JOURNAL ARTICLE
REVIEW

Venous thrombosis in the elderly: incidence, risk factors and risk groups

M J Engbers, A van Hylckama Vlieg, F R Rosendaal
Journal of Thrombosis and Haemostasis: JTH 2010, 8 (10): 2105-12
20629943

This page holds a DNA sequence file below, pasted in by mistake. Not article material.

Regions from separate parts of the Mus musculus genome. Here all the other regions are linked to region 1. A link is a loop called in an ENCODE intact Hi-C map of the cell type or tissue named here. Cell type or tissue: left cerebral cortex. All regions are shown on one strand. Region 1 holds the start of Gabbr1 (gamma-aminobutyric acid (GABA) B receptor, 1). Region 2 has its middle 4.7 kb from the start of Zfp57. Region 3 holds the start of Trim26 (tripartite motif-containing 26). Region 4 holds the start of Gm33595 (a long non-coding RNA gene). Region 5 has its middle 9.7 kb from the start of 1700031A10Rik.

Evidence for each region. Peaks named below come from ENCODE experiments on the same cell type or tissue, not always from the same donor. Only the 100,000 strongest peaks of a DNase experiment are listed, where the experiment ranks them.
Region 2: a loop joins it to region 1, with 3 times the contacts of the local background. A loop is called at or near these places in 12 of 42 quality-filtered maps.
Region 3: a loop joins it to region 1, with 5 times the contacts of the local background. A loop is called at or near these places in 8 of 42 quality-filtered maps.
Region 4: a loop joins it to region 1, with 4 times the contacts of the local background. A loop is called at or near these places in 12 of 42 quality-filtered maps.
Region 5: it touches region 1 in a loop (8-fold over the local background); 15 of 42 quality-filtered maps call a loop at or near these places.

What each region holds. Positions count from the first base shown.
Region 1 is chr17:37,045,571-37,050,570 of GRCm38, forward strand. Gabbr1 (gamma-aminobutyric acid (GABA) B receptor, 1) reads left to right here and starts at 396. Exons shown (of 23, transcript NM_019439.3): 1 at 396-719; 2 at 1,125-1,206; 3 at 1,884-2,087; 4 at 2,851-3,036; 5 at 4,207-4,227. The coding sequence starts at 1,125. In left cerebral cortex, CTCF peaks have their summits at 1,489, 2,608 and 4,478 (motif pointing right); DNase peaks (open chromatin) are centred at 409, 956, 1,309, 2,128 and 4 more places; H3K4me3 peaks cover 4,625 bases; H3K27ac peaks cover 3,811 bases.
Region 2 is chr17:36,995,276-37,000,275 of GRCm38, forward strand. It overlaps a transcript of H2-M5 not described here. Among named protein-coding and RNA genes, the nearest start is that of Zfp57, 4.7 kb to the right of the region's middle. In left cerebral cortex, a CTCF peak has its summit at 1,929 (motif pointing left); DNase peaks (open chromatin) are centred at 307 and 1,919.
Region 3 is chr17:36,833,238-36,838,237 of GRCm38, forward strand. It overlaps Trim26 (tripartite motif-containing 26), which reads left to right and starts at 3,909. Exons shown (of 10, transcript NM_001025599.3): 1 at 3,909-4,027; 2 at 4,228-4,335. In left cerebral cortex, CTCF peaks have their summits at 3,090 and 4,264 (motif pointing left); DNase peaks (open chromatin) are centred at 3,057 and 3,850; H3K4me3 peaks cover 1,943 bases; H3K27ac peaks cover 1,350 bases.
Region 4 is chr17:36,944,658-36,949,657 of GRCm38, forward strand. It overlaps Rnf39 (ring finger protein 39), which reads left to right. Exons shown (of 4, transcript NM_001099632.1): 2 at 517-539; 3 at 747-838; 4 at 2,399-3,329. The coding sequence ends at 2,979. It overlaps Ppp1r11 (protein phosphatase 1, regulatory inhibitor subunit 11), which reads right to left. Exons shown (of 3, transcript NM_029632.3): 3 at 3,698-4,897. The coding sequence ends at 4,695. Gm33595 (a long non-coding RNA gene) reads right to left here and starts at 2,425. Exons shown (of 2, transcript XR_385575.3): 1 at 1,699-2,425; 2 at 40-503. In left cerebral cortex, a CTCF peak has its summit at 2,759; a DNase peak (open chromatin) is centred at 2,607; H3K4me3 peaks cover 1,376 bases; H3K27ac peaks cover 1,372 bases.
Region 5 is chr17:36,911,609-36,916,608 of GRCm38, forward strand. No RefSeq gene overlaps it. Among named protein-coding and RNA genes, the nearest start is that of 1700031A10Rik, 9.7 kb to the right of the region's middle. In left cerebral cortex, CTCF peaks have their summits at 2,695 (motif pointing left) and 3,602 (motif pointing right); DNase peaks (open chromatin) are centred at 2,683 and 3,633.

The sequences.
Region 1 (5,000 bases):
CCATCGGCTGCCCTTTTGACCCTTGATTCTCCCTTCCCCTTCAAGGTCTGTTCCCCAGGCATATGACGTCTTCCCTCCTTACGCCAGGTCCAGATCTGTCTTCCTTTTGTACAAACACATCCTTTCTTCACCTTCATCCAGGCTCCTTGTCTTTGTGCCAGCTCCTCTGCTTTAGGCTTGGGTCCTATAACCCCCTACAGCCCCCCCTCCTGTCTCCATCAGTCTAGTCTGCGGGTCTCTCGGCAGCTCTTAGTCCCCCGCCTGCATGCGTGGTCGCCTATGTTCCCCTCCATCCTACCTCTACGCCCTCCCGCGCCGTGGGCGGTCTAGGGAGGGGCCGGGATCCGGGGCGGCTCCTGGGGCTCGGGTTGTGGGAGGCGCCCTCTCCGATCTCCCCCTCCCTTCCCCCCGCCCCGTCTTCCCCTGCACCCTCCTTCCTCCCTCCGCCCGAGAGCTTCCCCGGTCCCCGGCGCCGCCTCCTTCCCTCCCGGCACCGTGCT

The incidence of venous thrombosis (VT) increases sharply with age: it is very rare in young individuals (<1 per 10,000 per year) but increases to ∼ 1% per year in the elderly, which indicates that aging is one of the strongest and most prevalent risk factor for venous thrombosis. The cause of this steep age gradient is as yet, unexplained. The aim of this review was to provide an overview of studies on the effect of conventional risk factors as well as age-specific risk factors for thrombosis in the elderly. Limited data are available on risk factors for thrombosis in the elderly, i.e. all results are based on small study groups. Results indicate that, of the conventional risk factors, malignant disease, the presence of co-morbidities and the genetic risk factors factor (F)V Leiden and the prothrombin mutation seem to be associated with an increased risk of venous thrombosis. In the elderly, the population attributable risk (PAR) of malignancy is approximately 35%, for co-morbidities a PAR up to 25% is found, and the contribution of genetic risk factors to the thrombosis incidence is estimated to be 7-22%. Age-specific risk factors of thrombosis, i.e. endothelial dysfunction and frailty may be important in the explanation of the increased incidence of VT in the elderly. In conclusion, as aging is a major risk factor for thrombosis, further identification of the risk factors for thrombosis in the elderly is needed to elucidate the age gradient of the incidence of VT and to target preventive measures.

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